This mao cha is from the spring harvest of 2007 and was picked from wild growing trees in Yong De county of Lincang prefecture, where a lot of my personal favorite teas seem to be coming from these days. Just over three years of aging in Yong De county’s mountainous but warm & damp climate has aged it quicker than if it had been stored in a less humid environment.

Because of the aging in Yong De, the infused tea liquor is a beautiful amber color with spectacular clarity. The flavor is quite mellow, especially in light of the fact that it is only three years old. At the time of writing, the flavor, although tough to describe, really reminds me of the way the fall season smells in a forest after the leaves have fallen. The aftertaste is pleasant and clean tasting with elements of that “foresty” aroma. It is my opinion, besides being a very good value, that this is an excellent semi-aged mao cha that if left un-compressed should be consumed in the next 18 months or so. It really is showing it’s potential as a loose tea right now with its balance between its young, raw flavor and more mellow, aged-type aspects. I really hope people enjoy this tea as much as I have been.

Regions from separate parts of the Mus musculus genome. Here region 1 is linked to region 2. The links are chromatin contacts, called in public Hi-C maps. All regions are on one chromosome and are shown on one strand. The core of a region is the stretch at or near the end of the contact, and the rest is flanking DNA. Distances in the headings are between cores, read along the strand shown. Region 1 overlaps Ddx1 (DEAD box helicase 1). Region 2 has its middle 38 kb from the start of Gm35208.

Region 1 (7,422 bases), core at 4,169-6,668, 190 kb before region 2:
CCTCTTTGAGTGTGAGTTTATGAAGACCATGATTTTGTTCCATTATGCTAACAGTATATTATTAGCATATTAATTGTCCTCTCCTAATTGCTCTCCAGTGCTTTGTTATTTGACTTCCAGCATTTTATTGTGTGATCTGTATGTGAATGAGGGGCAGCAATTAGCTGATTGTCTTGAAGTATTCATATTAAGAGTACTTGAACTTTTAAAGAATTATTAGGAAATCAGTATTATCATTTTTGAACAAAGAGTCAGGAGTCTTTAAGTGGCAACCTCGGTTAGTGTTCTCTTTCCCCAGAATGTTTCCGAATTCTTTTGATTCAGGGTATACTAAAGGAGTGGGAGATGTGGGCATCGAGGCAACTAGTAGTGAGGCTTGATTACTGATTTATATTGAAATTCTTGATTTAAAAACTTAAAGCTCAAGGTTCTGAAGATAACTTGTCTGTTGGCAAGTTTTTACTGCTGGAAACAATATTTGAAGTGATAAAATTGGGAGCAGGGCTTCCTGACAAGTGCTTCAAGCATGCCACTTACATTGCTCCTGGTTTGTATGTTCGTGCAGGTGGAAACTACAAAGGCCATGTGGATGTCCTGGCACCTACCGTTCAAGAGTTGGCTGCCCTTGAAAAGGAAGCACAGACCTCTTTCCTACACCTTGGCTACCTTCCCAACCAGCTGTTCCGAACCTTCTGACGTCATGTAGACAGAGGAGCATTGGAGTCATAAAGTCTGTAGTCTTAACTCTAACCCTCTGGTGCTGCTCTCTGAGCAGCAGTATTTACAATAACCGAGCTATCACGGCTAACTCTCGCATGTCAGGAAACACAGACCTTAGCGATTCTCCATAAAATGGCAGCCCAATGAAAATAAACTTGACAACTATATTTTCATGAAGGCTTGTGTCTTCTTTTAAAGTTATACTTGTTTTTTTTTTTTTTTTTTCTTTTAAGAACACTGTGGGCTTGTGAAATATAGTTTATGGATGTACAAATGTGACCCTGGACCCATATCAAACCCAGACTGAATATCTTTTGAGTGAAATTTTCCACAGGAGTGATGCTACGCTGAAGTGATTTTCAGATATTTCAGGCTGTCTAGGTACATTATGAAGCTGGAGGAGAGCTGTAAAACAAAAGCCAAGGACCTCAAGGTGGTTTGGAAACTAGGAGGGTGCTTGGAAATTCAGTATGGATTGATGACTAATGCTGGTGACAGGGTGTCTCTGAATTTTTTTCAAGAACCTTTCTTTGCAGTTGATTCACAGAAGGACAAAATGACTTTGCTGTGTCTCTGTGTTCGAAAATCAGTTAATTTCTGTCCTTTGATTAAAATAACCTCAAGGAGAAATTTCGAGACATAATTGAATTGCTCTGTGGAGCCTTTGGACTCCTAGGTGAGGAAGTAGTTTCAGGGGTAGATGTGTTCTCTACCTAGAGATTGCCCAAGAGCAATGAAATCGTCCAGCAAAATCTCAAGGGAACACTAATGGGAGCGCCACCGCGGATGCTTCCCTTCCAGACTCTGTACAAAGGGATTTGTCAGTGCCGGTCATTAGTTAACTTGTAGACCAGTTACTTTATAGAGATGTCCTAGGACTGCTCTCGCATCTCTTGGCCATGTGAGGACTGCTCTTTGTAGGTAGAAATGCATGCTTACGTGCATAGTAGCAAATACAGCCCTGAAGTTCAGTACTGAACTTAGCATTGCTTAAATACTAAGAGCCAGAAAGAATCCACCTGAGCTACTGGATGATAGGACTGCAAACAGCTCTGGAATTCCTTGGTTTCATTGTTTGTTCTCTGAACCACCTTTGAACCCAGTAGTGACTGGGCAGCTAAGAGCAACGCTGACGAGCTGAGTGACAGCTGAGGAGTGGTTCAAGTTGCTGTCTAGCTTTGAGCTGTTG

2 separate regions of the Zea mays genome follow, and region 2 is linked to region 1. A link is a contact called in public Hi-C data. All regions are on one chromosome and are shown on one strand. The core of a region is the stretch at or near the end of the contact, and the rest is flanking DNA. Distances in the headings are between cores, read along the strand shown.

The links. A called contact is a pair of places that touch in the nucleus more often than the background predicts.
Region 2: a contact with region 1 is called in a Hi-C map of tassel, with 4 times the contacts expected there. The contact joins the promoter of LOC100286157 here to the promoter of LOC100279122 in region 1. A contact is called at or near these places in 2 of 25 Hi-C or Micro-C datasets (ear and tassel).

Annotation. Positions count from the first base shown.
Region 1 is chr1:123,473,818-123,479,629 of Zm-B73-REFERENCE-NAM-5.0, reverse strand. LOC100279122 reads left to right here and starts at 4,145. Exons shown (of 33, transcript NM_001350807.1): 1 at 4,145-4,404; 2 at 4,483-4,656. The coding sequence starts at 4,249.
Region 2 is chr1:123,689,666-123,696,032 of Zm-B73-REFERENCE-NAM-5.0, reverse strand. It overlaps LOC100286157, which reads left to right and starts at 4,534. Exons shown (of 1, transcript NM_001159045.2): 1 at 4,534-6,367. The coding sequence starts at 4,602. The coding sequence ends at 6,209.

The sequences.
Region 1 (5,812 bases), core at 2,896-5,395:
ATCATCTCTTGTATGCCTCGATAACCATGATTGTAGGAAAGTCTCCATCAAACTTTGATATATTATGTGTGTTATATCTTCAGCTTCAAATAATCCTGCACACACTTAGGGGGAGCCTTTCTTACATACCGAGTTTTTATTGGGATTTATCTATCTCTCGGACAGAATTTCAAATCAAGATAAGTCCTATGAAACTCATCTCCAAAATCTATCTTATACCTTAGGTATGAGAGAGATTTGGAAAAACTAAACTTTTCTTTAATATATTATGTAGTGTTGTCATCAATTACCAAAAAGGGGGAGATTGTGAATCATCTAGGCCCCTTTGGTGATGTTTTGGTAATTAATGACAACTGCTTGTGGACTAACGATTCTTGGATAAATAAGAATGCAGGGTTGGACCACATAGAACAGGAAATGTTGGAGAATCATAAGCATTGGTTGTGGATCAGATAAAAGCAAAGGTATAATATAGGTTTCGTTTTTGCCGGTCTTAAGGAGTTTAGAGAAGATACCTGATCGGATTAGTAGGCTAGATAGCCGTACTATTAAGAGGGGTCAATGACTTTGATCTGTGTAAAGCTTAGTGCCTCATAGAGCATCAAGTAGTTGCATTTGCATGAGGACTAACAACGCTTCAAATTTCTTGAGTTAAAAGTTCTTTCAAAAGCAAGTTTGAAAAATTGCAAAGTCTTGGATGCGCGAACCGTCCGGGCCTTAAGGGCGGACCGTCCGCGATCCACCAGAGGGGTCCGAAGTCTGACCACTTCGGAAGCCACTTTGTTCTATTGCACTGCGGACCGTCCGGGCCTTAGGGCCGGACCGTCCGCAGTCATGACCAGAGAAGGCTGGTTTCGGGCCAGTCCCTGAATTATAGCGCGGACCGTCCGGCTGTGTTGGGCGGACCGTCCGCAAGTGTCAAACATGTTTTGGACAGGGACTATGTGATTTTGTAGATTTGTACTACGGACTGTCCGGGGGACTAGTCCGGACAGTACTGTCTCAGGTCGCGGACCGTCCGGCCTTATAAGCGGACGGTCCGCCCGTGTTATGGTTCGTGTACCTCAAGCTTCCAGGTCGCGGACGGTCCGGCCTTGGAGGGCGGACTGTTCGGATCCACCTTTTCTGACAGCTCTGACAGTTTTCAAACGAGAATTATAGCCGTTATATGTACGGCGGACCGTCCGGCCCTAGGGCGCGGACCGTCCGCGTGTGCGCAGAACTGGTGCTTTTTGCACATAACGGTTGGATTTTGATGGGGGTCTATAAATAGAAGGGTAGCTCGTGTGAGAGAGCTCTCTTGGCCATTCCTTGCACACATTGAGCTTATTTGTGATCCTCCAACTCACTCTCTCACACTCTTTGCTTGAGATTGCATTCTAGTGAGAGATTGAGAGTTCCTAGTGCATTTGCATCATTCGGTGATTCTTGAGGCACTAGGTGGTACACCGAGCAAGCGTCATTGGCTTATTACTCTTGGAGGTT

About Norbu Tea View company

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4 Tasting Notes

83
344 tasting notes

This is the third maocha I’ve tried from Norbu. I really liked one, found the other fair-go-good, and now it was on to an older one. Philosophically, I found it puzzling that they aged an unfinished pu-erh. Wouldn’t it make more sense just to turn it into a pu-erh and age it then? Eh, I’m nitpicking. The dry scent was off-putting, but the finished brew-up (Western-style but in a gaiwan) turned up an earthy, faintly fruity, and smoky cup. Like an oolong that’d been blended with a sheng. I still prefer younger maochas – like the Nan Nuo I had – but this was still a pleasure to sip.